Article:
Lebanese ‘Capernaum’ shortlisted for an Oscar

Director Nadine Labaki’s film “Capernaum” has been shortlisted for the Best Foreign Film Oscar. (File photo: AFP)
Updated 22 February 2019
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Lebanese ‘Capernaum’ shortlisted for an Oscar

DUBAI: Director Nadine Labaki’s film “Capernaum” has been shortlisted for the Best Foreign Film Oscar, she took to Instagram to announce on Monday.
“What an incredible moment in our film’s journey and a major milestone for Lebanese and Arab cinema... After years of research, tears and sweat, long production hours and sleepless nights, our film has been recognized on this year’s Foreign Language #Oscar shortlist among eight other films from a selection that exceeded 80 submissions from all around the world. We couldn’t be prouder,” she wrote on Instagram.

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#Capharnaum is SHORTLISTED for an #Oscar for Best Foreign Language Film! What an incredible moment in our film’s journey and a major milestone for Lebanese and Arab cinema. After years of research, tears and sweat, long production hours and sleepless nights, our film has been recognized on this year’s Foreign Language #Oscar shortlist among 8 other films from a selection that exceeded 80 submissions from all around the world. We couldn’t be prouder. Thank you @TheAcademy for this immense honor. Thank you @SonyClassics for bringing the film to American audiences and voters. Thank you to each and every member of our cast and crew. And thank you to every audience member who went to see the film at film festivals and in cinemas. #Oscars2019 #Capharnaum

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The other foreign films that “Capernaum” is up against include German “Never Look Away,” Japanese “Shoplifters,” Kazakh “Ayka,” Colombian “Birds of Passage,” Danish “The Guilty, ”Mexican “Roma”, Polish “Cold War” and South Korean “Burning.”


‘Age-Old Cities’ exhibition in Riyadh museum breathes new life into ancient sites 

Updated 19 April 2019
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‘Age-Old Cities’ exhibition in Riyadh museum breathes new life into ancient sites 

  • National Museum in Riyadh hosts digital show that tells the story of Mosul, Palmyra, Aleppo and Leptis Magna

JEDDAH: An exhibition that uses digital technology to revive the region’s ancient sites and civilizations that have been destroyed or are under threat due to conflict and terrorism opened at the National Museum in Riyadh on April 18.

“Age-Old Cities” tells the story of four historically significant cities that have been devastated by violence: Mosul in Iraq, Palmyra and Aleppo in Syria, and Leptis Magna in Libya.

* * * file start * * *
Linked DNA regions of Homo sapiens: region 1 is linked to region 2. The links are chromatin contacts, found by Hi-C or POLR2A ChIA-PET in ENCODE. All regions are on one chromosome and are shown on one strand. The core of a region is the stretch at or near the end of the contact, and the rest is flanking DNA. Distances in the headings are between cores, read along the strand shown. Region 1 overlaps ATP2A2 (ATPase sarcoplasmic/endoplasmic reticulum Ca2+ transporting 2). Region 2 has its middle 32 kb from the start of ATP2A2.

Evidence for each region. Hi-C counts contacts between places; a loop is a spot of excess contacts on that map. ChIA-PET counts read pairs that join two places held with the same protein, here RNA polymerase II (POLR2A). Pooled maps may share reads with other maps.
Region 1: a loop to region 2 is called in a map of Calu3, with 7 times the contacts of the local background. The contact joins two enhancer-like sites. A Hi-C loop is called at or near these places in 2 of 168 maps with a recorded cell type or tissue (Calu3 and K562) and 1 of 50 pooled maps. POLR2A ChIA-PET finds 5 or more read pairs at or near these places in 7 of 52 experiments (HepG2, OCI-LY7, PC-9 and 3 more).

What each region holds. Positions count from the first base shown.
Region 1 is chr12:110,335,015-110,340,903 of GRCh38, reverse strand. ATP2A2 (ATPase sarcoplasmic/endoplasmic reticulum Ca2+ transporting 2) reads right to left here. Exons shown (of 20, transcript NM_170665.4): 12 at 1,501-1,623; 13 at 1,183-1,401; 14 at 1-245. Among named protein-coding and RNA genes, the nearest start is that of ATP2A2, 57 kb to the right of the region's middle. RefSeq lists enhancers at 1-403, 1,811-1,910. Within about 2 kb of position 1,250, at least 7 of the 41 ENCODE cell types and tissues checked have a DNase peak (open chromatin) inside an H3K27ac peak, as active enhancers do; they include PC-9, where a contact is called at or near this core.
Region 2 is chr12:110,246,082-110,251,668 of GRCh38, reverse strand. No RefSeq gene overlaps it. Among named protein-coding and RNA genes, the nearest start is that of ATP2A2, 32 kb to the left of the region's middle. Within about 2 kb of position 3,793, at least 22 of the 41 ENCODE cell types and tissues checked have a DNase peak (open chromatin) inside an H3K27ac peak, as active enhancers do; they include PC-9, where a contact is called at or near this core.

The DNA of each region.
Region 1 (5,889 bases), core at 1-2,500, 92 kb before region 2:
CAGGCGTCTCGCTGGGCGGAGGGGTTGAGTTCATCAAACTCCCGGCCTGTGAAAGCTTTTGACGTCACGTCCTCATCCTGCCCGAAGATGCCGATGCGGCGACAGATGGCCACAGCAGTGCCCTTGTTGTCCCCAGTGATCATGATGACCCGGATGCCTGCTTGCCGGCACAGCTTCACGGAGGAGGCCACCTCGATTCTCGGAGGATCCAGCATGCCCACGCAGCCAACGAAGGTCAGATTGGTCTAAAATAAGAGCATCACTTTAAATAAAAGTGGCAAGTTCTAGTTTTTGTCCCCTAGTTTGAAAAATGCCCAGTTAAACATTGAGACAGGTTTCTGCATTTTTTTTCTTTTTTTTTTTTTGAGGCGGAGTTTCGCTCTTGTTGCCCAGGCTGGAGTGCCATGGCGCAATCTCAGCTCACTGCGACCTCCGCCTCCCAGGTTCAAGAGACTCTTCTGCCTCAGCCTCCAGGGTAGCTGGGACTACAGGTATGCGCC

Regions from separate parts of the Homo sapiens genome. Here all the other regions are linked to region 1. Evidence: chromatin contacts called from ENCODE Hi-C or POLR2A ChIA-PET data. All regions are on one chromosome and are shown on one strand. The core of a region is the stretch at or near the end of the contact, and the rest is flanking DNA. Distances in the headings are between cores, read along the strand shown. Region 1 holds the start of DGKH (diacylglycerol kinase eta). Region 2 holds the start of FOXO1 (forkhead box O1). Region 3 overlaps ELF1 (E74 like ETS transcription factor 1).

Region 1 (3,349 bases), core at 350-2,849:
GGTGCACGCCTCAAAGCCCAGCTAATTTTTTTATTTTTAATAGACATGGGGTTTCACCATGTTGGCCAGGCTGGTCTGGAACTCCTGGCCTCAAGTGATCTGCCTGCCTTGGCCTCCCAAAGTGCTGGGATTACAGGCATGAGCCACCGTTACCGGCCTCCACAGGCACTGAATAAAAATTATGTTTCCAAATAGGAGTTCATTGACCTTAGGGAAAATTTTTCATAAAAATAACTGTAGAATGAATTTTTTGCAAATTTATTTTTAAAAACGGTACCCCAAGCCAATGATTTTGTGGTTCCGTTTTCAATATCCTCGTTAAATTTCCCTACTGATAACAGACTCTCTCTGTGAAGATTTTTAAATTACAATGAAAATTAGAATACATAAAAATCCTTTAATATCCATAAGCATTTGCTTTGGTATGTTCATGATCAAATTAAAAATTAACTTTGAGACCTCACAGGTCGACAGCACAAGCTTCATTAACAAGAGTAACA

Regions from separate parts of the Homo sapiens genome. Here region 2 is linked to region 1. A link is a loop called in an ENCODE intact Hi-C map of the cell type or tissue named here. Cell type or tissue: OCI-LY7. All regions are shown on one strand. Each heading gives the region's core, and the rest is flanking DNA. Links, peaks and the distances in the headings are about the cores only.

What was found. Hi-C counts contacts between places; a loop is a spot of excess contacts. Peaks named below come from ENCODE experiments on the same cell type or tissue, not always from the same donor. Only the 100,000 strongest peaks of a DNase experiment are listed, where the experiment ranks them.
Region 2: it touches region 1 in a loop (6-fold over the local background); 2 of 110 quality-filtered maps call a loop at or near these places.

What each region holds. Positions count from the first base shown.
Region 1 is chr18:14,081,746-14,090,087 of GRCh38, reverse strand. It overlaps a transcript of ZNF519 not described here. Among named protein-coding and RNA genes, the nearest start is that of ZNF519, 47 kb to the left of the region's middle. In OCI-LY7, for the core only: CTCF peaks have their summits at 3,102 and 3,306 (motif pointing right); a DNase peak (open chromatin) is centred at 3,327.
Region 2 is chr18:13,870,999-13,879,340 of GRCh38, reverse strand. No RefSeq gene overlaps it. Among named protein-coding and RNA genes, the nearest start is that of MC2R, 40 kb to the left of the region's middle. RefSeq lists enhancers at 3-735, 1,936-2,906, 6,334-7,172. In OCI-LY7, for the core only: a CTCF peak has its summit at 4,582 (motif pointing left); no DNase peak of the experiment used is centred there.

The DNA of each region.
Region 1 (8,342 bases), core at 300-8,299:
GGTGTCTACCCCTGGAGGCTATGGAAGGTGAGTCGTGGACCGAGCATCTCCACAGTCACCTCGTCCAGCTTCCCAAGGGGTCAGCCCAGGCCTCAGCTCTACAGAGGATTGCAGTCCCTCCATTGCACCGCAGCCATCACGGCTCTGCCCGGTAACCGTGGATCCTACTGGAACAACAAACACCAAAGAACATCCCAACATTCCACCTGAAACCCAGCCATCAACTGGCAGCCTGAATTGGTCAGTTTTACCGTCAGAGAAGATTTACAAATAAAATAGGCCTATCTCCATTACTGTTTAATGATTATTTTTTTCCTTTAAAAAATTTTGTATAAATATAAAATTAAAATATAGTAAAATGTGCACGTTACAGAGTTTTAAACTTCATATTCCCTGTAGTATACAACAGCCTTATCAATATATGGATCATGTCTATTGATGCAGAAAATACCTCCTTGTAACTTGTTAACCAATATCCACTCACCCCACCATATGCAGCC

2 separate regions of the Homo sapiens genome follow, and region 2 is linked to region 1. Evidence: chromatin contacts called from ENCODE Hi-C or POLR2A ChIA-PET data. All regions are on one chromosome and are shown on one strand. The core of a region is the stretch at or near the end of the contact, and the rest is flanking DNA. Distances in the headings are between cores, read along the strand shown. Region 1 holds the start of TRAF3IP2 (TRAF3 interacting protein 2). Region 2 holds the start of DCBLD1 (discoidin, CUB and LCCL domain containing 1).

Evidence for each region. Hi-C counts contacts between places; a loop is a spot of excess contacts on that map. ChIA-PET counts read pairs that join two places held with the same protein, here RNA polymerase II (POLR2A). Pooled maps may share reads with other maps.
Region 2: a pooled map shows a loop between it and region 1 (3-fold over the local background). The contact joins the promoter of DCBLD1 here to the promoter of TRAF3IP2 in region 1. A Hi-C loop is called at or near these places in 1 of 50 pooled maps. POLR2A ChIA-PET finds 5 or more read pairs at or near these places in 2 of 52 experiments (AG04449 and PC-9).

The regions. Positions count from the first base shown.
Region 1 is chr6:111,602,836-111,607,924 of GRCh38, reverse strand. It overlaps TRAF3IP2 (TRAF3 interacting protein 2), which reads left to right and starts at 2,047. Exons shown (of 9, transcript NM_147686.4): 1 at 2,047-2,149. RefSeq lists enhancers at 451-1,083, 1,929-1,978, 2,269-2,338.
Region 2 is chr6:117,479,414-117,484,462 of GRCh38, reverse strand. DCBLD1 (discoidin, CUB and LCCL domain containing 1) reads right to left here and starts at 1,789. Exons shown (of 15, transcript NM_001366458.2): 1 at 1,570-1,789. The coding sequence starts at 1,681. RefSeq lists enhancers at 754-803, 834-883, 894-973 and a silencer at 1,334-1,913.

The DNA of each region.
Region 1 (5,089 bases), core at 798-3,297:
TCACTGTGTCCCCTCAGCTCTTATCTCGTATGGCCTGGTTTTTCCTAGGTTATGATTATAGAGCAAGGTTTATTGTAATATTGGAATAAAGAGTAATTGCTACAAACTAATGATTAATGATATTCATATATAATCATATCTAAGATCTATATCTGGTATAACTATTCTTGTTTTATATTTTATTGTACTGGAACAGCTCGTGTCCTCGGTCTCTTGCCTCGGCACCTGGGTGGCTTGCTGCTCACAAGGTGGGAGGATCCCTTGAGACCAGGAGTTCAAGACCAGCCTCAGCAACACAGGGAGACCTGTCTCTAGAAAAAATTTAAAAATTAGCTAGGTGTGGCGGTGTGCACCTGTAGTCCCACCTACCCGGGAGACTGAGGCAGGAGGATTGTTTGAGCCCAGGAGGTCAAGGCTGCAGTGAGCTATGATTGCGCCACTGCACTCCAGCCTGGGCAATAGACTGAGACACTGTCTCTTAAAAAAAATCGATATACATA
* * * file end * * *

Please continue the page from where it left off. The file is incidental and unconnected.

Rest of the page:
Using stunning giant-screen projections, virtual reality, archival documents and images, and video testimonials from inhabitants of the affected sites, the immersive exhibition transports visitors back in time and presents the cities as they were in their prime. 

It charts their journey from the origins of their ancient civilizations to their modern-day state, and presents plans for their restoration and repair. 

The exhibition has been organized by the Ministry of Culture in collaboration with the Institut du Monde Arabe in Paris. Riyadh is the first stop outside the French capital on the exhibition’s global tour. 

The exhibition follows last month’s unveiling of the Kingdom’s new cultural vision, which included the announcement of several initiatives, including a new residency scheme for international artists to practice in the Kingdom and the establishment of the Red Sea International Film Festival. 

Prince Badr bin Abdullah bin Farhan Al-Saud, minister of culture, said: “I am delighted to welcome the ‘Age-Old Cities’ exhibition to Riyadh. 

“It highlights the importance of heritage preservation, particularly here in the Middle East, and the vulnerability of some of our historic sites. 

“It must be the responsibility of governments to put an end to this damage and neglect, and to put heritage at the heart of action, investment, and policy.

“I will be encouraging my fellow members of government to attend this eye-opening exhibition in our National Museum, and hope to work in the future with partners, governments and experts to do what we can to secure our region’s heritage.”

The exhibition carries a significant message about the importance of preserving and protecting these precious but fragile sites — one which resonates strongly in the week when one of the world’s most-famous heritage sites, Paris’ Notre-Dame Cathedral, went up in flames.